KARBALA, Iraq - Multiple explosions killed at least 143 people, injured hundreds and sent worshipers scrambling for cover yesterday morning here and in Baghdad in what officials described as a coordinated attack during the Shiite Muslim feast of Ashura.
In what was the worst day of bloodshed in Iraq since May, officials said the explosions blasted through throngs of Shiite pilgrims, littering the ground with corpses of men, women and children. The attack appeared to be designed to inflict the largest number of casualties as the blasts occurred on the peak day of the mournful Ashura feast, the holiest Shiite holiday period.
Iraqi and U.S. officials blamed a fugitive Jordanian militant affiliated with al-Qaida, though they offered little proof. Shiite leaders said former loyalists of Hussein may also have been involved.
About 10 a.m., seven or eight blasts went off in Karbala near twin gold-domed mosques. The explosions killed 85 people and injured 230 more, said U.S. Brig. Gen. Mark Kimmitt at a news conference in Baghdad.
At the same time, at least three explosions hit near a mosque in Baghdad's Shiite neighborhood of Kadhimiya, causing at least 200 casualties, including 58 deaths, Kimmitt said. Another explosion was reported in the neighborhood of Saidiya. Jawad Khalisi, imam of the mosque in Kadhimiya, said one explosion appeared to be inside the mosque and the others outside the building.
Fears about security were already strong Monday as hundreds of thousands of Shiite Muslim pilgrims - including throngs of Iranians - gathered in a fervent demonstration of faith that highlighted the surge in religious zeal in Iraq since the ouster of Saddam Hussein's secular regime.
Officials of the U.S.-led Coalition Provisional Authority had voiced concerns about a potentially devastating attack at a time when a terror network led by Abu Musab Zarqawi, a Jordanian affiliated with al-Qaida, is said to be targeting Shiites in an apparent bid to spark a civil war. Kimmitt said that Zarqawi was a chief suspect in the bombings.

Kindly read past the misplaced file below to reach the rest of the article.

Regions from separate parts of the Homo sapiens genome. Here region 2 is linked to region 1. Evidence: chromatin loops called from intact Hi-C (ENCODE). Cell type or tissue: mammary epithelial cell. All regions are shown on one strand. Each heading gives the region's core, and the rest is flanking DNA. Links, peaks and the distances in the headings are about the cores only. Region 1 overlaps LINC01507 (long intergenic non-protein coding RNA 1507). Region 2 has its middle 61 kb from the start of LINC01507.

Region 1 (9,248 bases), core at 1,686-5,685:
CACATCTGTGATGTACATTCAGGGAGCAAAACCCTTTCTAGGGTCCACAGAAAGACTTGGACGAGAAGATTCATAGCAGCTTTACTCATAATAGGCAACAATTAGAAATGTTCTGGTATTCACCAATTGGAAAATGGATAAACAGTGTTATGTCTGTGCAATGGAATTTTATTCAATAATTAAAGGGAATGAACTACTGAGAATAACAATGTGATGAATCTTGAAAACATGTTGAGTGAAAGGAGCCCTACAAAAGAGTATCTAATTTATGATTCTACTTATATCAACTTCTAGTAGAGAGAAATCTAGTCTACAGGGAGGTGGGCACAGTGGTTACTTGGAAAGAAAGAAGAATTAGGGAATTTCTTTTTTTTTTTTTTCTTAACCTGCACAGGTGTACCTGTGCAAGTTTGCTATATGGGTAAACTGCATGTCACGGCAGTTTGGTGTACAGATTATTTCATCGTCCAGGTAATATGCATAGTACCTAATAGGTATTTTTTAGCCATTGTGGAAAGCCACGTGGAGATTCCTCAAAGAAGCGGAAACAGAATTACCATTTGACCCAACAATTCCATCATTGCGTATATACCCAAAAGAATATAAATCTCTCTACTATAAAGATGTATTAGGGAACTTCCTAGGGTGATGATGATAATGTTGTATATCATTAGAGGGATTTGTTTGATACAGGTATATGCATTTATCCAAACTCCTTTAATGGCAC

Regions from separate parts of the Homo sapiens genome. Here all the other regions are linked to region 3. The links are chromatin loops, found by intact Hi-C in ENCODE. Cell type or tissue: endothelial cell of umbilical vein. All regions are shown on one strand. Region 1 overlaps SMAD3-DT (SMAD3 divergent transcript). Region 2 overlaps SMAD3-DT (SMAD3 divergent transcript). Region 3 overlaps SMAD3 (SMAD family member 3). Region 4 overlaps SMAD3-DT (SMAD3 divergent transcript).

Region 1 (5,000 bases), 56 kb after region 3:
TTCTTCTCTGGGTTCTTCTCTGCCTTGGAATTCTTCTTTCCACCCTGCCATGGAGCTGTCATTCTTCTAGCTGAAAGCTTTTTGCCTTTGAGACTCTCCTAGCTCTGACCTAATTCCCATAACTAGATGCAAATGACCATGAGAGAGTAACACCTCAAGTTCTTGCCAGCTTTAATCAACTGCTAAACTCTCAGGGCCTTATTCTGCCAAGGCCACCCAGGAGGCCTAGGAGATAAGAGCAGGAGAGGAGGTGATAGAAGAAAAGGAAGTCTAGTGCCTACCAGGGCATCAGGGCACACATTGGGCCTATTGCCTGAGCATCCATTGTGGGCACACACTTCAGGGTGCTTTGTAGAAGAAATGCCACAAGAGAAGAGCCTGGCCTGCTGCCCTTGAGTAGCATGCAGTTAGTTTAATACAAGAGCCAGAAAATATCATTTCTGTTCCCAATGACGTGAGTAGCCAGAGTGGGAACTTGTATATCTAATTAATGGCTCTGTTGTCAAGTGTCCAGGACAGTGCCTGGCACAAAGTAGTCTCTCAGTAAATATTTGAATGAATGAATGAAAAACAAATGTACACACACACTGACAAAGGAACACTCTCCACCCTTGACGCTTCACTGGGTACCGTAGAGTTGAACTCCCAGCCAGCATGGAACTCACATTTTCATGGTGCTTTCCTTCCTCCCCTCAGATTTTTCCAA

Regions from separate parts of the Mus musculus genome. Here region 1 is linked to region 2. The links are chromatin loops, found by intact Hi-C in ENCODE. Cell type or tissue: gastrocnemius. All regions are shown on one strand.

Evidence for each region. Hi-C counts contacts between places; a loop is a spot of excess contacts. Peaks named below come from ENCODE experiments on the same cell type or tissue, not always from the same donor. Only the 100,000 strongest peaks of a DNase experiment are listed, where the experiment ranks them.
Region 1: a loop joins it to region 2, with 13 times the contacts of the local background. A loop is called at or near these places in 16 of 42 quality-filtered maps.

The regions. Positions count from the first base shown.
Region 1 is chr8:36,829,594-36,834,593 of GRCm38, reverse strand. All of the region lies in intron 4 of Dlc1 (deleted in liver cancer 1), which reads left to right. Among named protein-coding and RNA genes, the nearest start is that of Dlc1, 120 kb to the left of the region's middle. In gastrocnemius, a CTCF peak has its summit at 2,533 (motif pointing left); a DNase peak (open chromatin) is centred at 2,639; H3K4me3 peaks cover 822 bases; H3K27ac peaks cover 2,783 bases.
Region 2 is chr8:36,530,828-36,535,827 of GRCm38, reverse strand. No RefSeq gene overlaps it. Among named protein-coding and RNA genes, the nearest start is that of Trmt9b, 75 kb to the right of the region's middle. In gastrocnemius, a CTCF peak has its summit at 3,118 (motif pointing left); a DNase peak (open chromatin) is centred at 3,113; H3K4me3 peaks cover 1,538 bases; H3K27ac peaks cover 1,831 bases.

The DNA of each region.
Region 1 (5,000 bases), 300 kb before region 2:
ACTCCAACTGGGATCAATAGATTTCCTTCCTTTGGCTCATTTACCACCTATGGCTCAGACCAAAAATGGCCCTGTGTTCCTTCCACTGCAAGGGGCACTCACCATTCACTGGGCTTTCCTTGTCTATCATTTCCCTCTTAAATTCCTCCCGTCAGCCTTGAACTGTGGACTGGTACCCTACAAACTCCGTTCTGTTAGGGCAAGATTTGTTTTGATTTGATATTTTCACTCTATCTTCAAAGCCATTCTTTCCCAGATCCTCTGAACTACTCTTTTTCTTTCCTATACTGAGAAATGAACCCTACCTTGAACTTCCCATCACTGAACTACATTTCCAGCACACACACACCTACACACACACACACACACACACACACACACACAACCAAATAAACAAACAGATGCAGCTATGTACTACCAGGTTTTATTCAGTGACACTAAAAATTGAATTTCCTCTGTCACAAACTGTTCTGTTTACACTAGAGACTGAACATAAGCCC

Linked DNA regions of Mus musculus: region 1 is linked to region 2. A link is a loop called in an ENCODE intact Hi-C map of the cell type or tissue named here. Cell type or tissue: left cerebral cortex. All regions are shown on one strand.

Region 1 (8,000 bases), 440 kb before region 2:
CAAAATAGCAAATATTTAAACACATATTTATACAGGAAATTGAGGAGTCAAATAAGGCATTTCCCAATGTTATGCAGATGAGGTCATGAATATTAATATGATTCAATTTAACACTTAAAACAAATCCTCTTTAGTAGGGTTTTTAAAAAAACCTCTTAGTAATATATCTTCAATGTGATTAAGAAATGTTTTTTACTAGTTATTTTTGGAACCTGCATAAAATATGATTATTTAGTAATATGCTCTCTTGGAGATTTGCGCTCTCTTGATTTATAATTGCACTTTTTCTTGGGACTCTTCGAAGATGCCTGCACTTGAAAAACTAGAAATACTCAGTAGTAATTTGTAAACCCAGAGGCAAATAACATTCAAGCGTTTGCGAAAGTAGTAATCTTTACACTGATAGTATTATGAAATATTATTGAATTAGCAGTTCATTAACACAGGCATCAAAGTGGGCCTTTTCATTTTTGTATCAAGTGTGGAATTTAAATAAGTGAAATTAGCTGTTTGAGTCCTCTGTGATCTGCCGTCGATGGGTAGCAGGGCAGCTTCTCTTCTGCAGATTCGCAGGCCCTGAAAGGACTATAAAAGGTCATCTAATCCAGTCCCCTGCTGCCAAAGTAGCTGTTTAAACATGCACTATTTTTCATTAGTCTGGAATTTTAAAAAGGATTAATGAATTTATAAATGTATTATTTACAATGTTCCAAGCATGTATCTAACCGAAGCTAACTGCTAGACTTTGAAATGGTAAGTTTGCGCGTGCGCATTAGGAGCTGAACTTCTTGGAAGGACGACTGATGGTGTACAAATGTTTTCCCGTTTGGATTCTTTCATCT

Also yesterday, the Associated Press reported that insurgents threw a grenade into a U.S. Army Humvee as it drove through Baghdad, killing one 1st Armored Division soldier and wounding another.
Streets in Baghdad were nearly empty and security was tight, both because of the holiday and fears of violence.
But U.S. forces came under heavy blame from many Iraqis for the explosions.
"I think most people will recognize a fairly objective view is, as we've said, you cannot prevent 100 percent of the terrorist attacks 100 percent of the time. Now, does that make it difficult to win the trust and confidence of the Iraqi people? It does. It is something we have to work on ... everyday," Kimmitt said.
"We can't do that with words. We have to do that with deeds."
The culmination of the feast of Ashura drew worshipers from all walks of life to the streets adjacent to the mosques dedicated to two imams, Hussein and Abbas, who are said to have been killed in battle here more than 1,000 years ago.
Police put the crowd number at 1 million, but that seemed more guesswork than an actual number.
Before yesterday's violence, a sense of religious ecstasy reigned.
Groups of men flogged themselves with metal chains. Others dressed in white robes and prepared to beat their heads with sharp daggers. Still others pounded their chests or heads with their hands as they chanted tributes to Hussein, a grandson of the prophet Muhammad who was recalled as a revolutionary reformer and martyr.
Pilgrims young and old, men and women, marched in formation with candles and kerosene lamps. Groups of university students from throughout Iraq hoisted spiritual banners and bounded up and down while repeating rhythmic slogans.
Hundreds of volunteers sifted through the crowd spraying the faithful with fine mists of fragrant water. Others handed out free helpings of sugared tea, dates and other food. Many participants sat on carpets along the curbs and sidewalks and read the Koran, seemingly oblivious to the commotion.
"This is a great day for all of our Shiite brothers," said Ali Abdul-Nabi, a 40-year-old laborer from Baghdad who beamed as he sat with others in the broad, palm-fringed park separating the two huge mosques, their minarets bathed in red light and dazzling. "Under Saddam Hussein, we could never celebrate this. We are thankful to the Americans for helping us get rid of the dictator."
Hussein's security forces long discouraged mass displays of religious faith, at times blocking access for worshipers and even detaining those deemed too demonstrative.
The Baathist government was especially brutal in repressing the nation's Shiite majority.
Tight controls on religious visitors from neighboring Iran were also a hallmark of Hussein's government, which fought a prolonged war against the Islamic Republic in the 1980s. In the new Iraq, however, the floodgates of religion appear wide open.